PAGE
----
Burbank City Council fine tunes ballot questions ahead of election

Burbank City Council fine tunes ballot questions ahead of election
The Burbank City Council is considering holding a special election in June to make three changes to the city charter. (File Photo)

Burbank residents may soon have three ballot measures to consider during a special election in June.

The Burbank City Council worked with city staff to hash out the final details of three proposed ballot measures during a meeting on Tuesday. Vice Mayor Emily Gabel-Luddy was absent.


Each of the ballot measures, if approved by voters, would make modifications to the city charter. One of the proposed charter amendments would address a lawsuit involving the transfer of retail electric sales to the city's General Fund, while the other two amendments would make changes to elections.

The City Council will decide whether to call the election during its meeting on Tuesday.


City Atty. Amy Albano walked the City Council through the language of each of the proposed ballot measures and the changes that would be made to the city charter.

She prefaced to council members that each ballot question can only be up to 75 words long and needs to be clear and unbiased.

Albano first went over the language for the proposed measure related to the transfer of electric sales, which she said should reverse a court ruling made in September.

In that court decision, a judge ruled in favor of Burbank resident Christopher Spencer, who alleged the city was violating Proposition 26, a state law approved by voters in 2010 that attempts to prevent hidden taxes by requiring a supermajority vote on new taxes and fees.


However, a ballot measure passed by Burbank voters in 1958 has allowed the city to transfer up to 7% of Burbank Water and Power's gross sales of electricity from retail rate payers to the General Fund.

In 2007, local voters approved an amendment to that provision, but the court decision in September determined that the amendment did not meet the voter-approval requirements set by Propositions 26 and 218, a similar state measure, because the charter provision did not explicitly allow Burbank to continue making the transfers.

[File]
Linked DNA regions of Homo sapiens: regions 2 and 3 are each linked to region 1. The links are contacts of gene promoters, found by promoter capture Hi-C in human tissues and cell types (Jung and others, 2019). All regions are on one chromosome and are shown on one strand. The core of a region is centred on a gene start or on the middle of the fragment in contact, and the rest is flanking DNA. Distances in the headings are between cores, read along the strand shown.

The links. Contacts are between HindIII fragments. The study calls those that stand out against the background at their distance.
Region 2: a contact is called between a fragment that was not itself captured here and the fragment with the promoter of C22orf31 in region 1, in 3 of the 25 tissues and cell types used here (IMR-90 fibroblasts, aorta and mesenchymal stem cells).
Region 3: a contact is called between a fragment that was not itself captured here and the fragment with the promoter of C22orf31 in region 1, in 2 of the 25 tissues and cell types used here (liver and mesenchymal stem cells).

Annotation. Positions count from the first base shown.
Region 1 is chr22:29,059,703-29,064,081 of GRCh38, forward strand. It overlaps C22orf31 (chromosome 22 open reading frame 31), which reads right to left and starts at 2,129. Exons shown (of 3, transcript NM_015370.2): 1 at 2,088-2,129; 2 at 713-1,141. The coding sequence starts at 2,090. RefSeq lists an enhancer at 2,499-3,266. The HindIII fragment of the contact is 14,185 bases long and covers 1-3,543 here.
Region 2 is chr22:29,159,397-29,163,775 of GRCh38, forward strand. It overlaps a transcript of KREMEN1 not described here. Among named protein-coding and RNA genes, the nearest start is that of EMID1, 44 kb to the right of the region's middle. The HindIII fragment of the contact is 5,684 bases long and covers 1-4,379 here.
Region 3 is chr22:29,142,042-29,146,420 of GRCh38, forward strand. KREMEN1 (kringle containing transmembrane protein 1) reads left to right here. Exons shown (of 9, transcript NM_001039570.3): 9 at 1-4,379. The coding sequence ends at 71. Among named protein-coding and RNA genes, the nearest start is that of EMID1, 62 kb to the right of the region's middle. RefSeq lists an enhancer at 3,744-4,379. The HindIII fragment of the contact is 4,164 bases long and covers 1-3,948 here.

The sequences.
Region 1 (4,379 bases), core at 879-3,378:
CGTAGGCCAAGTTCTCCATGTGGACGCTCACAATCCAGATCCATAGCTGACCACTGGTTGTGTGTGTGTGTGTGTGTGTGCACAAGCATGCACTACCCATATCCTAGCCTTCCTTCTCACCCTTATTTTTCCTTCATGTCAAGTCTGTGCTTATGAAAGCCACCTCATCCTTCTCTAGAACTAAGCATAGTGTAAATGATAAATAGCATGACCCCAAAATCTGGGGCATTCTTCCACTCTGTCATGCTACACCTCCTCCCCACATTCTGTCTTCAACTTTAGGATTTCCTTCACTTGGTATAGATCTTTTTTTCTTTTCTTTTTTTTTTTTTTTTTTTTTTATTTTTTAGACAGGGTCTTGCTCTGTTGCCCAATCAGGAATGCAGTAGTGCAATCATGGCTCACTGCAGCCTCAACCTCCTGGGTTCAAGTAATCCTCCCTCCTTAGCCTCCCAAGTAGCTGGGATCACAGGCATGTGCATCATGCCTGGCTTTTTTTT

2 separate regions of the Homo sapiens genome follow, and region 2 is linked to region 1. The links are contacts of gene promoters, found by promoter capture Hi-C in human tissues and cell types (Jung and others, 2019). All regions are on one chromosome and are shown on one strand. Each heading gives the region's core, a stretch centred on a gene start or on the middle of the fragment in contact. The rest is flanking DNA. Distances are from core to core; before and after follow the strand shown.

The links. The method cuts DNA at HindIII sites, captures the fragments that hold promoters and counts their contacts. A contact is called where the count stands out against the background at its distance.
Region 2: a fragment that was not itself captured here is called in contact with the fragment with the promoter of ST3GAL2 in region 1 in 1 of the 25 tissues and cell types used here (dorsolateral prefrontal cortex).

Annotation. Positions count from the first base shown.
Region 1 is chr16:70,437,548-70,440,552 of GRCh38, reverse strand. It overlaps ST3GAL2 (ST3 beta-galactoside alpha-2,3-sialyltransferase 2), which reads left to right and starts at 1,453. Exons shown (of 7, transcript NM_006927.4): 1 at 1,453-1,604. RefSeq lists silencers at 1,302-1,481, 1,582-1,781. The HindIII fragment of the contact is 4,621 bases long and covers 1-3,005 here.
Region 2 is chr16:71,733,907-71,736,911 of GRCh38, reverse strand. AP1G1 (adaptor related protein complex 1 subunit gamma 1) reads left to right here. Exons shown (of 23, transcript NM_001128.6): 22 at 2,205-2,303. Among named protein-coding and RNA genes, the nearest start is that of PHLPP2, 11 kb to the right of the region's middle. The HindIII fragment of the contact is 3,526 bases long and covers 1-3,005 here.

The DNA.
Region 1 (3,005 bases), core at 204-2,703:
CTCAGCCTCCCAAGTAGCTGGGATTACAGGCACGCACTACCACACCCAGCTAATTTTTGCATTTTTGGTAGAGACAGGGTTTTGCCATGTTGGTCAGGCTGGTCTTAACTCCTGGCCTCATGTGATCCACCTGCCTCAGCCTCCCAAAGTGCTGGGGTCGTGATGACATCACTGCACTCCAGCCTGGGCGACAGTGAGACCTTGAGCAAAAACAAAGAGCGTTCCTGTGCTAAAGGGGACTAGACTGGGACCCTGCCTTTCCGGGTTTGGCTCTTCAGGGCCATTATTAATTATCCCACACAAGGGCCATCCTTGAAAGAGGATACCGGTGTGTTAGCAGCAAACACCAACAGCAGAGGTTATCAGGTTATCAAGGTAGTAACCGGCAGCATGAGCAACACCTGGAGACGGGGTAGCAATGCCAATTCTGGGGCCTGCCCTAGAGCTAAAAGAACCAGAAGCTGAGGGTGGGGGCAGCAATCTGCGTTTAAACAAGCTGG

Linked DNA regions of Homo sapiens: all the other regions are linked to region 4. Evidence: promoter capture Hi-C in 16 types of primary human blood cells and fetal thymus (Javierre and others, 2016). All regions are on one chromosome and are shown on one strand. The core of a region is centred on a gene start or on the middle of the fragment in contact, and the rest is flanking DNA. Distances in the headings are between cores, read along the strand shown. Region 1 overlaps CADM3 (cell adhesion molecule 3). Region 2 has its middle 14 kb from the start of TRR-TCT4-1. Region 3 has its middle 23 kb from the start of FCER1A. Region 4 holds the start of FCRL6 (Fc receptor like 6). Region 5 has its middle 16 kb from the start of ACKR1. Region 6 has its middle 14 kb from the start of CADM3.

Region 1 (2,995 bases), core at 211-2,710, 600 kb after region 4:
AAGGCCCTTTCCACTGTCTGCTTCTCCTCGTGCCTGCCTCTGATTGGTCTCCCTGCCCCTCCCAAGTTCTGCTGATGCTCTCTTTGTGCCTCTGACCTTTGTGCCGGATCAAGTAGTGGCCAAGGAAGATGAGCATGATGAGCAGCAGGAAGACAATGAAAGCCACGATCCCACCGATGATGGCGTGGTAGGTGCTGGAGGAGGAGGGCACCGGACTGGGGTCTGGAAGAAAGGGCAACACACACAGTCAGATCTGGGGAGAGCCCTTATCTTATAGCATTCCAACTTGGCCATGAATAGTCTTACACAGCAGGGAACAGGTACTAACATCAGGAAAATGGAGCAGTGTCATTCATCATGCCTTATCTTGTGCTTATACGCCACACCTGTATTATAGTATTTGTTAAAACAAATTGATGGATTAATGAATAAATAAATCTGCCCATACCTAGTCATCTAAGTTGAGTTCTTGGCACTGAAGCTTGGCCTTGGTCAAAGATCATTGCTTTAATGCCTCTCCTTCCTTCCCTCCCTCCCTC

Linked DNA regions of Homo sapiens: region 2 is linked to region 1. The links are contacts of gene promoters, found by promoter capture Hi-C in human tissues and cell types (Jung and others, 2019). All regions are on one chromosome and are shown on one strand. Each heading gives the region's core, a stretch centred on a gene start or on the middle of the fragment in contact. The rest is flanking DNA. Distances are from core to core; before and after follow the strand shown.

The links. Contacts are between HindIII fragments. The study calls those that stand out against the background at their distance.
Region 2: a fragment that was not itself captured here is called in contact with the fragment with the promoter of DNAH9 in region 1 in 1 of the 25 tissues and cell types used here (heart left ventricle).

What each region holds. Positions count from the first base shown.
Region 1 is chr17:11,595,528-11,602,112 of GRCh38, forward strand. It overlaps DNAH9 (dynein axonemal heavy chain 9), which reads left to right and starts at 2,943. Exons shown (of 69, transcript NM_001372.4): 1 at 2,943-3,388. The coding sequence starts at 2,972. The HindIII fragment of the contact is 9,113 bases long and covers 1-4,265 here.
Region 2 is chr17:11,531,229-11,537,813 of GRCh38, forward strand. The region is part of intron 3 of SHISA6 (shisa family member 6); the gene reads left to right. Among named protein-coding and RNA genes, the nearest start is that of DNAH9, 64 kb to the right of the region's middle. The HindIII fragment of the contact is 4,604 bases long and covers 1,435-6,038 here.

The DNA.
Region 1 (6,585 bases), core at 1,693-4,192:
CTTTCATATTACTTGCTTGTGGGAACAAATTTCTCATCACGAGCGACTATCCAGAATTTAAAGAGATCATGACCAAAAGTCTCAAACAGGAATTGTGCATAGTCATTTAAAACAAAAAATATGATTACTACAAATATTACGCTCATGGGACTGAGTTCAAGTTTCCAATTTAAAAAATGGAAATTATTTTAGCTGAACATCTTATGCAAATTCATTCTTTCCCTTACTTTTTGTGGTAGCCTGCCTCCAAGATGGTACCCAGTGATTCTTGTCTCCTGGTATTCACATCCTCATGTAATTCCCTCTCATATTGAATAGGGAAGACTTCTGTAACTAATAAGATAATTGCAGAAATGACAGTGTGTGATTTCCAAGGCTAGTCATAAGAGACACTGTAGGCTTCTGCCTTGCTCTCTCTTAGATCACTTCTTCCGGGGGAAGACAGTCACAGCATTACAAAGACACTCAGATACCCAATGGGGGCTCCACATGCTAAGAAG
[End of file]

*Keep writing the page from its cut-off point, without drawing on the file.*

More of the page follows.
The proposed ballot measure question for this issue would ask voters if the city should continue its past practice of transferring no more than 7% of the city's utility gross annual sales of electricity to the General Fund, which would provide the city with about $12.5 million a year to maintain its lighting infrastructure.

This proposed charter amendment has been a critical issue for the city because of its impact on the city budget. Because of the court decision, city finance officials have told the City Council that the systemic budget deficit Burbank is facing over the next five years would greatly increase if the electric fund transfers were to end.

The next proposed ballot measure will ask Burbank voters if the city should realign its election with the state general election to coincide with state SB 415, which was designed to increase voter turnout.

The proposed change to the city charter would also eliminate the city's primary election, which is proposed as a cost-saving effort.

Should voters approve this ballot measure, it would extend the terms for each current council member, City Clerk Zizette Mullins and City Treasurer Debbie Kukta by one year and eight months.

Additionally, the next municipal election would be held during the November 2020 state general election.


The language for this ballot measure would state that it would change the city's elections from odd-numbered years to even-numbered years to coincide with state and federal elections. It would also tell voters that supporting the measure would eliminate the primary election and extend each elected official's term by one year and eight months to transition the city to elections on even-numbered years.

The third ballot measure also deals with elections but for the Burbank Unified School District. The proposed measure would ask if the city should make the school board election subject to state law instead of being organized by the city.

This had initially been a part of the second proposed ballot measure, but the City Council decided to make it its own provision to avoid confusion among voters.

Twitter: @acocarpio